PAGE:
Researchers are moving fast to develop vaccines to combat Covid-19. In the past, it would take years to bring a new vaccine through all the regulatory hurdles established by the Food and Drug Administration (FDA) and to approval.
According to the Centers for Disease Control and Prevention (CDC), it can take a few weeks for your body to build up antibodies and maximize Covid-19 protection after receiving the second dose of the vaccine. That's why wearing masks, social distancing, practicing hand hygiene and avoiding large…
The Pfizer-BioNTech Covid-19 vaccine demonstrated 52 percent efficacy in protecting against disease after the first dose, according to the clinical trial data. The Moderna vaccine demonstrated 80.2 percent efficacy after the first dose. To maximize the protection from these vaccines, it is…
The federal government has taken steps to deliver a future vaccine for Covid-19 at no cost to individuals and families during the pandemic. This is the way vaccines have been made available to the public in previous health emergencies.
With vaccine development moving so quickly, it’s easy to understand why some people are asking whether a vaccine for Covid-19 will be safe and effective. But it is important to remember the very strict scientific and regulatory process vaccine developers must follow to bring a new product to…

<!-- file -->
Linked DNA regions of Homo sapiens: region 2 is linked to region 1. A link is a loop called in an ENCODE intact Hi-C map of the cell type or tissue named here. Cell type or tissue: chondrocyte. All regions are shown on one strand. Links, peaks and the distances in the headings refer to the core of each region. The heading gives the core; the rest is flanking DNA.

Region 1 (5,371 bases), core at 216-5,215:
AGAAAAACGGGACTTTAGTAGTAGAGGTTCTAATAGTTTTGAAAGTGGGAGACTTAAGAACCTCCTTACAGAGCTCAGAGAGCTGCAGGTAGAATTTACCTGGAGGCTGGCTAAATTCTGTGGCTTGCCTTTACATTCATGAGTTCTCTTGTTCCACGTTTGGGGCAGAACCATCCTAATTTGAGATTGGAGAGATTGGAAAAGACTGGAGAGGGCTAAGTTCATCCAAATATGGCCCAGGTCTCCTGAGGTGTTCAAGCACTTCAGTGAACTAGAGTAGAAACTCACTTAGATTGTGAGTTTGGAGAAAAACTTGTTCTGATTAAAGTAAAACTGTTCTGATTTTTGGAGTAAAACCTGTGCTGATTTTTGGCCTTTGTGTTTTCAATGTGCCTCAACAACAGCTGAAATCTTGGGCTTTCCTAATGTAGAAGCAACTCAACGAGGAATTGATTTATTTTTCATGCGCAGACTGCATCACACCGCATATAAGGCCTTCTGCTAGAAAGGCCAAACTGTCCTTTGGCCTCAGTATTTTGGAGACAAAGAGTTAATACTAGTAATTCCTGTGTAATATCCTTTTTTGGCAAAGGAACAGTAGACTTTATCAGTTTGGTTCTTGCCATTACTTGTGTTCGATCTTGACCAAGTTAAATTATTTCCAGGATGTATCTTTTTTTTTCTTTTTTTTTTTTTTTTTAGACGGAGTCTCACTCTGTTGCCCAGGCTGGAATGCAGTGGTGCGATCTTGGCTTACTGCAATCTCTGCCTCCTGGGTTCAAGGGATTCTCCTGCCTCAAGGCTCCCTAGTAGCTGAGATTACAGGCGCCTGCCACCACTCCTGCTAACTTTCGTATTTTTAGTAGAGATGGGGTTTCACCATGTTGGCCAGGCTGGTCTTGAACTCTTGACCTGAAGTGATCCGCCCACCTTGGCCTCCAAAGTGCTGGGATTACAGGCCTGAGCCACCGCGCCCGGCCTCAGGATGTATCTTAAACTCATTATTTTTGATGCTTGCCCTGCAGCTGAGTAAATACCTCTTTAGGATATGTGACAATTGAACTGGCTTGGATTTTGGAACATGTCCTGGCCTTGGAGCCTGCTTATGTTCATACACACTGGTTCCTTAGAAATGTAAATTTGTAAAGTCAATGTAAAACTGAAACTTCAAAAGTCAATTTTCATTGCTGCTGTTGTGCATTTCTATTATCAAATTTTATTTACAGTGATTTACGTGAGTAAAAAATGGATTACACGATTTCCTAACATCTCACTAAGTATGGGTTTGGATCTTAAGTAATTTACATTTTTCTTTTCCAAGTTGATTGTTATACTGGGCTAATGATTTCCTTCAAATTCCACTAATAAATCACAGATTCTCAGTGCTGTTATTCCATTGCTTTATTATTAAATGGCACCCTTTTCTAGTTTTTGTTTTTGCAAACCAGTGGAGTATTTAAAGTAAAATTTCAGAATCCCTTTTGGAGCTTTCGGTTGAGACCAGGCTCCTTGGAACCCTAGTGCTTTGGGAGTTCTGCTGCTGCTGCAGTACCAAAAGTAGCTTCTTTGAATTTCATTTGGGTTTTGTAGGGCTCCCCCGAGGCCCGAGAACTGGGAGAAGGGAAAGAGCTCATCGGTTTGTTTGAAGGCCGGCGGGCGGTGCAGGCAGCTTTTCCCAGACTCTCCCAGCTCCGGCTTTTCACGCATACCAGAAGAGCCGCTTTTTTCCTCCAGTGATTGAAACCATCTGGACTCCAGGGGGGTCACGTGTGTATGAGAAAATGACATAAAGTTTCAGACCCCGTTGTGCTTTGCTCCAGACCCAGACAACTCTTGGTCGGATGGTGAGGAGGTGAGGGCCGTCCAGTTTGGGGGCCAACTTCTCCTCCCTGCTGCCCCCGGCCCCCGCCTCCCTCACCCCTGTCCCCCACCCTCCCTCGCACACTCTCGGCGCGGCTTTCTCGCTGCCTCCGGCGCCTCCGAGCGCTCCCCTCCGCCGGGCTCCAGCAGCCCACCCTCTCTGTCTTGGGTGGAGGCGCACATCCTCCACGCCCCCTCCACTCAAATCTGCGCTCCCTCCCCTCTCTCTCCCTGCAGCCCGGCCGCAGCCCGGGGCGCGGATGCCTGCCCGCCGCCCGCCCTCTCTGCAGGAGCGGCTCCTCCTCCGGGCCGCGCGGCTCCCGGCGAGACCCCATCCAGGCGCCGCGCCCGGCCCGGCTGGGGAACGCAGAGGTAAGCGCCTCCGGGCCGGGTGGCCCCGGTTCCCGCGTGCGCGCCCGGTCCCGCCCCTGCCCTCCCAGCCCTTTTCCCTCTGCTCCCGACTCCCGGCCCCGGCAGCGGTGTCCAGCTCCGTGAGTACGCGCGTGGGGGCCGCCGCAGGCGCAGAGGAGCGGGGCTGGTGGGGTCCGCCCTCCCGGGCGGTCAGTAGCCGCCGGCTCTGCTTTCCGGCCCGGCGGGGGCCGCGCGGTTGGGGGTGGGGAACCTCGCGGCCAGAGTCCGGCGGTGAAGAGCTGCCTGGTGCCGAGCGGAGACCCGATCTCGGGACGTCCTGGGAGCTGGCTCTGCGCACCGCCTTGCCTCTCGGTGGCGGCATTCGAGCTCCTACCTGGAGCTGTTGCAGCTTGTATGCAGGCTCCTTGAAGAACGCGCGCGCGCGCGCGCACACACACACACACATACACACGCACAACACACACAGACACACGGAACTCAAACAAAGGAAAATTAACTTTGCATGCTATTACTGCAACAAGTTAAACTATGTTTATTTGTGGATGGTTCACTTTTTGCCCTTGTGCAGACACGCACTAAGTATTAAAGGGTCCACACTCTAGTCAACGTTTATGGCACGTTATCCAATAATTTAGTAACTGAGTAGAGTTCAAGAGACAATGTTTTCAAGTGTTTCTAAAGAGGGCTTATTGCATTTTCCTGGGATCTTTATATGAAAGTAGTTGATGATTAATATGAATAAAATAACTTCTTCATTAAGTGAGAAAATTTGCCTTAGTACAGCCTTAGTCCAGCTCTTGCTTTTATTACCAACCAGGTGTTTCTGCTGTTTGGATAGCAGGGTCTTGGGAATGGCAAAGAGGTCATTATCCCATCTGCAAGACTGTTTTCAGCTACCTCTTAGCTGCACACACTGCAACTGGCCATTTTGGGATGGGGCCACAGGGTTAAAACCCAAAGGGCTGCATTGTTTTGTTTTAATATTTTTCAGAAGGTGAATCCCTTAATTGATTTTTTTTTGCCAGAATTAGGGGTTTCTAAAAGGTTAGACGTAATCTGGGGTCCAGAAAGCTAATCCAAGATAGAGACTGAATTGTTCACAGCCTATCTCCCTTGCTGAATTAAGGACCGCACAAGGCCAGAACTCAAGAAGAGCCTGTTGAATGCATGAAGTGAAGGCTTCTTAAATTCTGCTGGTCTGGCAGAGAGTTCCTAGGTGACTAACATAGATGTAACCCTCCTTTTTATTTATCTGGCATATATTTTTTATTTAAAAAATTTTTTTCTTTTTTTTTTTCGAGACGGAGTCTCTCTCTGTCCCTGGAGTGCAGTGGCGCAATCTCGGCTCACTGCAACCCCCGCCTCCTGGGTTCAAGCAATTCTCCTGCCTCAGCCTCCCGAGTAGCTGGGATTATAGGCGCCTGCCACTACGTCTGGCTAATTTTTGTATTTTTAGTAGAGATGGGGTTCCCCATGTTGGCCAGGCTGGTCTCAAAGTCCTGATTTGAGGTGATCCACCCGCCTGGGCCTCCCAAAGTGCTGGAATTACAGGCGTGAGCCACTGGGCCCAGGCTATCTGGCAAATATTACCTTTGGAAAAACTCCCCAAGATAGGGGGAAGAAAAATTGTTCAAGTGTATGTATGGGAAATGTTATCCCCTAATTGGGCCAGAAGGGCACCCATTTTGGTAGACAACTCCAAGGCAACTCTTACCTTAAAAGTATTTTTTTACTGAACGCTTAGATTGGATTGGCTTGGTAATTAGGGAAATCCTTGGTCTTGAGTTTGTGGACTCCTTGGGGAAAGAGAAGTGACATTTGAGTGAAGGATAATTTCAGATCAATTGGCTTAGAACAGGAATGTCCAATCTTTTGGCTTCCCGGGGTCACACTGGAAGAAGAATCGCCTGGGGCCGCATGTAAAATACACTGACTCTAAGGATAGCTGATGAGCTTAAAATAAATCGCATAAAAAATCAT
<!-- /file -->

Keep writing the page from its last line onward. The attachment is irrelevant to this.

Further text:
Scientists have not yet figured out how much immunity (protection from an infectious disease) people have after recovering from a natural case of Covid-19, or how long natural protection lasts. Some early studies suggest that natural immunity may fade more quickly in certain people. That may be…
While not considered to be at high risk for severe complications from Covid-19, serious cases do occur among younger, healthier people. The Centers for Disease Control and Prevention (CDC) also warns of the potential long-term health effects of Covid-19 infection, even for those who experienced…
Monoclonal antibody treatments are not the same as vaccines. Monoclonal antibodies are medicines that directly deliver man-made antibodies against a virus to your body to help fight off infection. To treat Covid-19, the FDA has approved two monoclonal antibody treatments for emergency use --…
The simple answer is, yes. All vaccines – even those developed in response to a pandemic like Covid-19 – must follow the Food and Drug Administration’s strict scientific and regulatory requirements.
To measure vaccine efficacy, or how well a vaccine works in a controlled clinical trial, the Food and Drug Administration (FDA) first looks at the number of people who fell ill with the disease. Then the agency compares whether they received the vaccine or the placebo (a harmless, inactive…